Jan. 28, 2007

Forgets His Littleness

by Don Marquis

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Poem: "Forgets His Littleness" by Don Marquis, from The Annotated Archy and Mehitabel. © Penguin Books. Reprinted with permission. (buy now)

Forgets His Littleness

if all the bugs
in all the worlds
twixt earth and betelgoose
should sharpen up
their little strings
and turn their feelings loose
they soon would show
all human beans
in saturn
or mars
their relative significance
among the spinning stars
man is so proud
the haughty simp
so hard for to approach
and he looks down
with such an air
on spider
or roach
the supercilious silliness
of this poor wingless bird
is cosmically comical
and stellarly absurd
his scutellated occiput
has holes somewhere inside
and there no doubt
two pints or so
of scrambled brains reside
if all the bugs
of all the stars
should sting him on the dome
they might pierce through
that osseous rind
and find the brains at home
and in the convolutions lay
an egg with fancies fraught
germinating rapidly
might turn into a thought
might turn into the thought
that men
and insects are the same
both transient flecks
of starry dust
that out of nothing came
the planets are
what atoms are
and neither more nor less
man s feet have grown
so big that he
forgets his littleness
the things he thinks
are only things
that insects always knew
the things he does
are stunts that we
don t have to think to do
he spent a score
of centuries
in getting feeble wings
which we instinctively
with other trivial things
the day is coming
very soon
when man and all his race
must cast their silly
pride aside
and take the second place
i ll take the bugs
of all the stars
and tell them of my plan
and fling them with
their myriad stings
against the tyrant man
dear boss this outburst
is the result
of a personal insult
as so much verse always is
maybe you know how
that is yourself
i dropped into an irish
stew in a restaurant
the other evening
for a warm bath and a bite
to eat and a low browed
waiter plucked me out
and said to me
if you must eat i will
lead you to the
food i have especially prepared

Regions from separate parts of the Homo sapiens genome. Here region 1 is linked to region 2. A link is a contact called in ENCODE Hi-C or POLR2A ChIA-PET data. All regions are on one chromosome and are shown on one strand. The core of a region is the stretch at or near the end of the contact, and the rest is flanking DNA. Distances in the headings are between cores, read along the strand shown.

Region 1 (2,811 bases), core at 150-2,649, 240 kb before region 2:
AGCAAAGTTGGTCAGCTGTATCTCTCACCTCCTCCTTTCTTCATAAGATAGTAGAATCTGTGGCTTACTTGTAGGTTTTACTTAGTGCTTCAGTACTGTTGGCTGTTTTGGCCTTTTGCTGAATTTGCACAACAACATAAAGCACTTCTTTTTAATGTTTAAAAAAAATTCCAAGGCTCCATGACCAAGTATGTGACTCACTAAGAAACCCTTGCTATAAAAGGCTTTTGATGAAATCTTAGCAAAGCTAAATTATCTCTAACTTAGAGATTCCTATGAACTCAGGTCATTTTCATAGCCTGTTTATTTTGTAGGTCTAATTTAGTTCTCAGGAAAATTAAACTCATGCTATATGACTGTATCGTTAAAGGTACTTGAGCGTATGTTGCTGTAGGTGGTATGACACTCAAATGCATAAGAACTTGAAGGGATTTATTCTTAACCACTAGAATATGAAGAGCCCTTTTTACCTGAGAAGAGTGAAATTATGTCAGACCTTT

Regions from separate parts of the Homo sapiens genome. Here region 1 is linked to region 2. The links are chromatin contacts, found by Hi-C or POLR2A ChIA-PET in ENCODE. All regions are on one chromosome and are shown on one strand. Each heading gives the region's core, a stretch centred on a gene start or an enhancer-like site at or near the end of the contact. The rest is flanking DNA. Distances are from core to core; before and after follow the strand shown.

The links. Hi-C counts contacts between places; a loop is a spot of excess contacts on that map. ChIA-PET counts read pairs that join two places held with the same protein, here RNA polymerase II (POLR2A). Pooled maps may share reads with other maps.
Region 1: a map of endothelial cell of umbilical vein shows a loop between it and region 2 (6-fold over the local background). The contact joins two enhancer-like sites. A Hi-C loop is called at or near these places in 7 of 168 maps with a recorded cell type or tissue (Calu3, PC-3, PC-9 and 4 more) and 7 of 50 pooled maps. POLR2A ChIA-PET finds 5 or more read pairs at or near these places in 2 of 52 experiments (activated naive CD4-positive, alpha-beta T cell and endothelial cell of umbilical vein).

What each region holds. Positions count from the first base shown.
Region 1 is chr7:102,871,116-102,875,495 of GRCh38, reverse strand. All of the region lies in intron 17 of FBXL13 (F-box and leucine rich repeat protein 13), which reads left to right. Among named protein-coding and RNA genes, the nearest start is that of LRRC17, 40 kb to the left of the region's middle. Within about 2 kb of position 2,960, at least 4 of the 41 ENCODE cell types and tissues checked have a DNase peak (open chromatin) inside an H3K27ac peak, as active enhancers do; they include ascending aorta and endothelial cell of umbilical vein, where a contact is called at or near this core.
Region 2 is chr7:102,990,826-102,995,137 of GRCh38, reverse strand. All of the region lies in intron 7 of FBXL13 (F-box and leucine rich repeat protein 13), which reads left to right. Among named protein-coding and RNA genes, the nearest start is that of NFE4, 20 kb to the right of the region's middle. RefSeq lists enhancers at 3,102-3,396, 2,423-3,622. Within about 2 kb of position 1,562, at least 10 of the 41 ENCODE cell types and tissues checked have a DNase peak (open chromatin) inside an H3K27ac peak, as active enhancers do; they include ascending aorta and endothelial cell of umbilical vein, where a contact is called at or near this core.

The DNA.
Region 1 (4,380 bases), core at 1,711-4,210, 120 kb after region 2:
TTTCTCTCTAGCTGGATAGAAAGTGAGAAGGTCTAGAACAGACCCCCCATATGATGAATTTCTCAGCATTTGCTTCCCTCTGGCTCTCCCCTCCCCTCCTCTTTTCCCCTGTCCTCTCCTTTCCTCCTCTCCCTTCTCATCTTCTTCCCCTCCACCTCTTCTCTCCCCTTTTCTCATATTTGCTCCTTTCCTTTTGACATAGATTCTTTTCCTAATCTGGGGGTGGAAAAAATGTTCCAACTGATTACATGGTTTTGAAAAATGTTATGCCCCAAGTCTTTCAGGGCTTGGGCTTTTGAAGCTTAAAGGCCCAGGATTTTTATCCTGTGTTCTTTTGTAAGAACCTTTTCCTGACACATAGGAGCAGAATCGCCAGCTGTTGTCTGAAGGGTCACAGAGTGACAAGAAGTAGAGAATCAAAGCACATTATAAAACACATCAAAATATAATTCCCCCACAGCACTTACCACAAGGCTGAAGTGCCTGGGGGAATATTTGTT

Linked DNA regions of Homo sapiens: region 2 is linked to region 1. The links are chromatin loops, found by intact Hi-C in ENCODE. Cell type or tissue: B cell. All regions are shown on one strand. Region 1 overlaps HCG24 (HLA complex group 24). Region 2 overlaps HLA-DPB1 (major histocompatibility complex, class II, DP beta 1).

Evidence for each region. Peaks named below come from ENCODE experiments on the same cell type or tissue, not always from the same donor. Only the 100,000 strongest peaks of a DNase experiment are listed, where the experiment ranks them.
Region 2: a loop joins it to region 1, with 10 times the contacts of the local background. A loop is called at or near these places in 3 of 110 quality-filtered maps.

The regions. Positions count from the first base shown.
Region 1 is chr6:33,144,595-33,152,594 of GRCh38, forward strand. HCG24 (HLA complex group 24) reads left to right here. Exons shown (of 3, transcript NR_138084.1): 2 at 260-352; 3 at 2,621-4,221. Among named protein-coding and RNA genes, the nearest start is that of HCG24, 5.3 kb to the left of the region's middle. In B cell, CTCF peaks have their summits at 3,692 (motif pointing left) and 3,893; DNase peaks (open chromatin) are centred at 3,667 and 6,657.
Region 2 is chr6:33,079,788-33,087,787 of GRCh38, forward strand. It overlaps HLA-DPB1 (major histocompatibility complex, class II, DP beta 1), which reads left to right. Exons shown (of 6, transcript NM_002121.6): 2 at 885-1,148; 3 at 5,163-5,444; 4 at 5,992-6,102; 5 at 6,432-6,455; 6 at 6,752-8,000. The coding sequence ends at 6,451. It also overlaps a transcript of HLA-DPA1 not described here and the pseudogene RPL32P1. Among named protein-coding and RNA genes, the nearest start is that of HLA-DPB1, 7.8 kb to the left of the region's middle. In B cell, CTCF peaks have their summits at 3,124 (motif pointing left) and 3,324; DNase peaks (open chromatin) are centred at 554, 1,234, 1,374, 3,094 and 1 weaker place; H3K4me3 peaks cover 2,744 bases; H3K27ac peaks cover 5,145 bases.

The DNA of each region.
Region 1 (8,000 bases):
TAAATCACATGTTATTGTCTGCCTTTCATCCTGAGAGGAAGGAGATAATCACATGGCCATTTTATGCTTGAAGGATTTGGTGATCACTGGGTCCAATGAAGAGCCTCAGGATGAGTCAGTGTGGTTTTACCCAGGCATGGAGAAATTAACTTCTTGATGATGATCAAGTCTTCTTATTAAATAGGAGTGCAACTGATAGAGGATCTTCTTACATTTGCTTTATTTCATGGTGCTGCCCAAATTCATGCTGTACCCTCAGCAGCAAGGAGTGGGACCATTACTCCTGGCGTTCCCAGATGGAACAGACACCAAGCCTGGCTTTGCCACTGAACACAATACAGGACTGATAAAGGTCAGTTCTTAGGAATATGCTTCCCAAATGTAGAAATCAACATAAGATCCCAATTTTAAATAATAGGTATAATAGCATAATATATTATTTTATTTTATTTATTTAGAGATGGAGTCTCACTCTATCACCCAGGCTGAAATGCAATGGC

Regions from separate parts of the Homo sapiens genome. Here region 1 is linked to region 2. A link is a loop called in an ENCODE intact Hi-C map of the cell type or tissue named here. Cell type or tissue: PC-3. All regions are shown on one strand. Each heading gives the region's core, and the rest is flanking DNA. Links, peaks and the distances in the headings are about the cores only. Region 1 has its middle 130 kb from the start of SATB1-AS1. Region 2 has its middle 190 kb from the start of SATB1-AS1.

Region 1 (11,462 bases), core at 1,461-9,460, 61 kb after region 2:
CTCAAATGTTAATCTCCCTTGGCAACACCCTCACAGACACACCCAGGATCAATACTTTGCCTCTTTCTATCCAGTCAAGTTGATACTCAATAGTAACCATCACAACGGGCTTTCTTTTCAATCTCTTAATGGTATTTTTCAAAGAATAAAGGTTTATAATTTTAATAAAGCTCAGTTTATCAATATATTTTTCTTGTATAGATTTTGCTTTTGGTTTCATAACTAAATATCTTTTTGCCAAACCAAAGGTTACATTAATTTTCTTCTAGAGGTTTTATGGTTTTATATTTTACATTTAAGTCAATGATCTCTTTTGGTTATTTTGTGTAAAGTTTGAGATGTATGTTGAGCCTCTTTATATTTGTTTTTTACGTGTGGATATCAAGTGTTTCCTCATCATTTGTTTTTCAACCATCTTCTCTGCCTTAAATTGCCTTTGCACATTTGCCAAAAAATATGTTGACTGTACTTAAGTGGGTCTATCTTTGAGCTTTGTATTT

for you and he took me
to the kitchen
and tried to make me
fill myself with
a poisonous concoction
known cynically as roach food
can you wonder
that my anger
against the whole human
race has blazed forth in
song when the revolution
comes i shall
do my best to save
you you have so many
points that are far
from being human

Literary and Historical Notes:

It's the birthday of the English novelist and critic David Lodge, (books by this author) born in London, England (1935). He's the author of The Picturegoers (1960), Ginger, You're Barmy (1962), and The British Museum is Falling Down (1970), and other comic novels, many of them set in the fictional town of Rummidge.

It's the birthday of the French novelist Colette, born Sidonie-Gabrielle Colette in Saint-Sauveur-en-Puisaye, France (1873). She is best known as the author of Cheri (1920) and Gigi (1945).

It's the birthday of Jackson Pollock, (books by this author) born in Cody, Wyoming (1912). He is best known for his innovations in abstract impressionist painting. He was often called "Jack the Dripper" because of his radical painting style. He was deeply influenced by Pablo Picasso's work, and the work of surrealist painters, and this led Pollock to experiment with his painting.

It's the birthday of one of the most popular living religious writers in the world, Rick Warren, (books by this author) born in Redwood Valley, California (1954). He's the author of The Purpose-Driven Life: What on Earth Am I Here For?, which has sold more than 25 million copies since it came out in 2003, making it the best-selling nonfiction hardcover in American history. He's one of the founders of the megachurch phenomenon. His church in Saddleback Valley, California has more than 20,000 members. He has given 90 percent of all the proceeds from The Purpose Driven Life to charity.

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